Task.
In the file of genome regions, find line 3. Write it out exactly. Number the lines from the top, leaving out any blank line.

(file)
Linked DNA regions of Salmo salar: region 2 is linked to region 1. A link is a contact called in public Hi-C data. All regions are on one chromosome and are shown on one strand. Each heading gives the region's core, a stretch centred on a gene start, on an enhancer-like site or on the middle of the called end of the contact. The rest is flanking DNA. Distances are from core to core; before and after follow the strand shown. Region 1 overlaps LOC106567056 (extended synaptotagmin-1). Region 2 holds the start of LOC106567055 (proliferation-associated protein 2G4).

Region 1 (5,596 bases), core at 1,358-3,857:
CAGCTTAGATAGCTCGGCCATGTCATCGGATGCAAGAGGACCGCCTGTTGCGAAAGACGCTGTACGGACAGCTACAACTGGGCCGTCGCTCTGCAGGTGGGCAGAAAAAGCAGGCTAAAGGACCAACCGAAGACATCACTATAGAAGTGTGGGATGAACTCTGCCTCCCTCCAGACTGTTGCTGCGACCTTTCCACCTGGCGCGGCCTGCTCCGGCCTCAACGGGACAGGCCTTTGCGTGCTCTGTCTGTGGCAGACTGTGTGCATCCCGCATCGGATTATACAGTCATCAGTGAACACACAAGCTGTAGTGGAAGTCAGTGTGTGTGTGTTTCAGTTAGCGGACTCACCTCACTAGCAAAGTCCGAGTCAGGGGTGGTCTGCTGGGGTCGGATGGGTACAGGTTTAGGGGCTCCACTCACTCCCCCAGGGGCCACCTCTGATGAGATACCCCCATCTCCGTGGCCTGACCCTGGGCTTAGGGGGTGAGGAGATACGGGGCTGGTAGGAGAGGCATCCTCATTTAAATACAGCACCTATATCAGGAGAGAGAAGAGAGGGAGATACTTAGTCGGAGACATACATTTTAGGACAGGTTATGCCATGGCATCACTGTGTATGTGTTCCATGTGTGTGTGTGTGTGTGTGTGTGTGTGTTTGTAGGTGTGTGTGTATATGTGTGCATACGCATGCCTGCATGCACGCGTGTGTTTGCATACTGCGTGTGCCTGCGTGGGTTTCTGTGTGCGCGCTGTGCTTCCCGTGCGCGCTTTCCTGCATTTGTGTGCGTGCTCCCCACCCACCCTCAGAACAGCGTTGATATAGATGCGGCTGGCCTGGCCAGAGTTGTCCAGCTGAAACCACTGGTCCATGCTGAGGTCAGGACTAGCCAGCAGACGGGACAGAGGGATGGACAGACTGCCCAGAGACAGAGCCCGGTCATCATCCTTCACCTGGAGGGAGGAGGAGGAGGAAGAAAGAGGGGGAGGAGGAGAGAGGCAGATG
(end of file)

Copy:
CAGCTTAGATAGCTCGGCCATGTCATCGGATGCAAGAGGACCGCCTGTTGCGAAAGACGCTGTACGGACAGCTACAACTGGGCCGTCGCTCTGCAGGTGGGCAGAAAAAGCAGGCTAAAGGACCAACCGAAGACATCACTATAGAAGTGTGGGATGAACTCTGCCTCCCTCCAGACTGTTGCTGCGACCTTTCCACCTGGCGCGGCCTGCTCCGGCCTCAACGGGACAGGCCTTTGCGTGCTCTGTCTGTGGCAGACTGTGTGCATCCCGCATCGGATTATACAGTCATCAGTGAACACACAAGCTGTAGTGGAAGTCAGTGTGTGTGTGTTTCAGTTAGCGGACTCACCTCACTAGCAAAGTCCGAGTCAGGGGTGGTCTGCTGGGGTCGGATGGGTACAGGTTTAGGGGCTCCACTCACTCCCCCAGGGGCCACCTCTGATGAGATACCCCCATCTCCGTGGCCTGACCCTGGGCTTAGGGGGTGAGGAGATACGGGGCTGGTAGGAGAGGCATCCTCATTTAAATACAGCACCTATATCAGGAGAGAGAAGAGAGGGAGATACTTAGTCGGAGACATACATTTTAGGACAGGTTATGCCATGGCATCACTGTGTATGTGTTCCATGTGTGTGTGTGTGTGTGTGTGTGTGTGTTTGTAGGTGTGTGTGTATATGTGTGCATACGCATGCCTGCATGCACGCGTGTGTTTGCATACTGCGTGTGCCTGCGTGGGTTTCTGTGTGCGCGCTGTGCTTCCCGTGCGCGCTTTCCTGCATTTGTGTGCGTGCTCCCCACCCACCCTCAGAACAGCGTTGATATAGATGCGGCTGGCCTGGCCAGAGTTGTCCAGCTGAAACCACTGGTCCATGCTGAGGTCAGGACTAGCCAGCAGACGGGACAGAGGGATGGACAGACTGCCCAGAGACAGAGCCCGGTCATCATCCTTCACCTGGAGGGAGGAGGAGGAGGAAGAAAGAGGGGGAGGAGGAGAGAGGCAGATG